Mr. Surdykowsky held that the standard for eligibility in the employer’s STD plans (there were two different ones at issue) did not justify collection of this information for the purpose of adjudication. One plan, for example, simply specified that employees must submit a satisfactory medical certificate showing an inability to perform regular job duties. Mr. Surdykowsky held that the employer was limited to asking for a certificate focused directly on the eligibility requirement unless there was an objectively reasonable basis for doubting the accuracy or truth of the health care provider’s certification.

Mr. Sudykowsky also engaged in a very principled analysis of an employer’s right to medical information. He held that employee privacy rights cannot be outweighed by expediency or efficiency, so even though the collection of further and more detailed medical information may be justified as an absence becomes prolonged and attendance management and accommodation processes become engaged, such information should not be routinely collected at the beginning of an absence on a form that is administered strictly for the purpose of determining benefit eligibility. And while recognizing that broader requests for medical information up front may actually reduce conflict given that health professionals are not “always entirely objective,” Mr. Surdykowski held that employee privacy rights weigh against a departure from a strict necessity requirement.

As part of his broad analysis, Mr. Surdykowski also endorsed the following general principles (in my words):

  • A union can bargain the scope of a medical information request form on behalf of its members. An individual may chose not to consent but may be denied benefits. An employer does not act coercively by informing an employee of the potential negative repercussions of failing to consent to disclosure of all information on the form.
  • When collecting information for the purpose of adjudicating short term disability benefits or approving a short term medical leave, employers are normally restricted to collecting a certification of disability, the general nature of the illness or injury (which is different from diagnostic information), that the employee has and is following a treatment plan (but not the plan itself), the expected return to work date, and what work the employee can or cannot do.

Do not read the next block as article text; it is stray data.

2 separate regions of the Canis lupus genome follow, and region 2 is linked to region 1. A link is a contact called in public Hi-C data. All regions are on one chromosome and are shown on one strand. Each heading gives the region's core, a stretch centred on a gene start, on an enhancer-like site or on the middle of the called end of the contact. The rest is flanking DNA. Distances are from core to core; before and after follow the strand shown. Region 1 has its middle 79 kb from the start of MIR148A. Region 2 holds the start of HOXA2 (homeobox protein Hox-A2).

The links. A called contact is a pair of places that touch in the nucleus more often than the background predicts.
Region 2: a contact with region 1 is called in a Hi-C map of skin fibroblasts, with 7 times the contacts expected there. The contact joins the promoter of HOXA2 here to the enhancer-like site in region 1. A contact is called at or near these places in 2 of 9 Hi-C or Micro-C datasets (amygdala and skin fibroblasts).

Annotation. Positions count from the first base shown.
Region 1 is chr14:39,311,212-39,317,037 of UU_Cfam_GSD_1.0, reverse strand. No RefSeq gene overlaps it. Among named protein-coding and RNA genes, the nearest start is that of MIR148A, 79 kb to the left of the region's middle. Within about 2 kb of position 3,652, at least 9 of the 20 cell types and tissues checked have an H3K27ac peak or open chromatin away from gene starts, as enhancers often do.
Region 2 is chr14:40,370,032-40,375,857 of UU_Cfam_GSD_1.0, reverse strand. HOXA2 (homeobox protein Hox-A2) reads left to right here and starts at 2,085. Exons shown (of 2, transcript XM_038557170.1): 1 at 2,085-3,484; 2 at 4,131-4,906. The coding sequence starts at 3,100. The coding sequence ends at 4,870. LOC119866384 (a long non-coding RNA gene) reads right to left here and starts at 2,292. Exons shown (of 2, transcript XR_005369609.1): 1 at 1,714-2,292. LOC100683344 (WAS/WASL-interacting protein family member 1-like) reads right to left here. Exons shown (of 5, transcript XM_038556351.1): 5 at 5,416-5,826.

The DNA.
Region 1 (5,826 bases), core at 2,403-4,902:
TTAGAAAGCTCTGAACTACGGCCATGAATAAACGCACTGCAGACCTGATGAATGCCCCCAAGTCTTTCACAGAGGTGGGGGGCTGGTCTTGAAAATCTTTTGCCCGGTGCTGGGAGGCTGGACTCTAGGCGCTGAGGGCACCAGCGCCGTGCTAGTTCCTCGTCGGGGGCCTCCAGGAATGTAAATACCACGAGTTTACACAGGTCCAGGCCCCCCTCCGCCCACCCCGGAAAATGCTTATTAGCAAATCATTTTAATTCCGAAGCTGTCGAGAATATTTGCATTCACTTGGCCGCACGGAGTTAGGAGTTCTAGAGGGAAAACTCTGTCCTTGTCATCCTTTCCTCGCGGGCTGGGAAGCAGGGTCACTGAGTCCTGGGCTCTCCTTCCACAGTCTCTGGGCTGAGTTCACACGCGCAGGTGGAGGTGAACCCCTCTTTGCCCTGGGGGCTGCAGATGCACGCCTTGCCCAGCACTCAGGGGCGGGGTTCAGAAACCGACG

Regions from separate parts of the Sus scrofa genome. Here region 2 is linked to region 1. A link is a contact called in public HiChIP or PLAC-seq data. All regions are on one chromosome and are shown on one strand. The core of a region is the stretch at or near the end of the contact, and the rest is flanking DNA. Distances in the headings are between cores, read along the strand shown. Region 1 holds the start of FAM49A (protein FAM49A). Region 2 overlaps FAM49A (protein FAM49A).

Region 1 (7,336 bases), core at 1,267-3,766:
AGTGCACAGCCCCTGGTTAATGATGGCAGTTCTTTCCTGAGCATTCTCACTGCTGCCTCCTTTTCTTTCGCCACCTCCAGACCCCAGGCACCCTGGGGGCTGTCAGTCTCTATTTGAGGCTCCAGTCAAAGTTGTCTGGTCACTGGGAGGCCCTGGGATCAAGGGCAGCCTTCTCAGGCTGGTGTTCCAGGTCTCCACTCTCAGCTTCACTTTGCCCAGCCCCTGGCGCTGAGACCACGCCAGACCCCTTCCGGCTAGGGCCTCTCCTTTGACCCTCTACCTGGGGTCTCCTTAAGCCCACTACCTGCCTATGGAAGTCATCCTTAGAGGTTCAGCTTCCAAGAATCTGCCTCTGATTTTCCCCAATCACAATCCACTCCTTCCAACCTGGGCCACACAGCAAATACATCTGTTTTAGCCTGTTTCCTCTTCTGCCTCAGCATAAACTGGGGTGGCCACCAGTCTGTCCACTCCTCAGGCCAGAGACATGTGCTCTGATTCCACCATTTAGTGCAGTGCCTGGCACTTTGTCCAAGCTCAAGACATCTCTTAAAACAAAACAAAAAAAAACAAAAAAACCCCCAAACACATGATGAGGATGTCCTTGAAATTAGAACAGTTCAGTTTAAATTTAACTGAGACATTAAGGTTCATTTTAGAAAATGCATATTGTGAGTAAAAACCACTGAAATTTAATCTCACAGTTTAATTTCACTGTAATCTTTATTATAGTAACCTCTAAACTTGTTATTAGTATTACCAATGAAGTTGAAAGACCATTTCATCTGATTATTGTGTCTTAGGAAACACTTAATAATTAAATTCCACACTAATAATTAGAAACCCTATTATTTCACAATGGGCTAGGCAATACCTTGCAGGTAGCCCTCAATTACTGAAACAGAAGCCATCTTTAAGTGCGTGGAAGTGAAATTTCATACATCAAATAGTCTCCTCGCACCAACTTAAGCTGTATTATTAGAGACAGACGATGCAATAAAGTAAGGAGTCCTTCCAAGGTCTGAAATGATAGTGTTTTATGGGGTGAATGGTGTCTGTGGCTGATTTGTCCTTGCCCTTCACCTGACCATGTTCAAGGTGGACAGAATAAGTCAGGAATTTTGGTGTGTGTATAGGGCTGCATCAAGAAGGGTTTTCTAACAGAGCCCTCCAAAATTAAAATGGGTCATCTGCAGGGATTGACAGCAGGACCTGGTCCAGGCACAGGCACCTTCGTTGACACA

• Medical consents should generally authorize disclosure from a specific health care provider. They should not authorize contact between the employer or its agent and the health care provider in a manner that cuts the employee out of the “medical information loop” and, more generally, should not authorize the disclosure of information generated course of future care.

While this is a decision based on specific and relatively restrictive collective agreement language, Mr. Surdykowski’s fully-reasoned decision (which is based on 20 days of hearing) may be authoritative and conflicts with fairly standard employer practices. Unionized employers should consider it and reflect upon their short term disability or sick leave administration practices, their medical consent forms and their collective agreement and benefit plan language.

Importantly, the Surdykowski award is only about the information an employer may request for the purpose of adjudicating short term disability benefits. Although he comments peripherally on employers’ need for information in the accommodation process, to the extent an employer has a need for more fulsome information to provide accommodation or to develop a plan for safely returning an employee to work, it may be justified in seeking further and more detailed medical information. Based on the reasoning in the Surdykowski award, such requests should be tailored as much as possible to meet the need in any given case.

Re Hamilton Health Sciences and Ontario Nurses Association, 91 C.L.A.S. 228 (Surdykowski).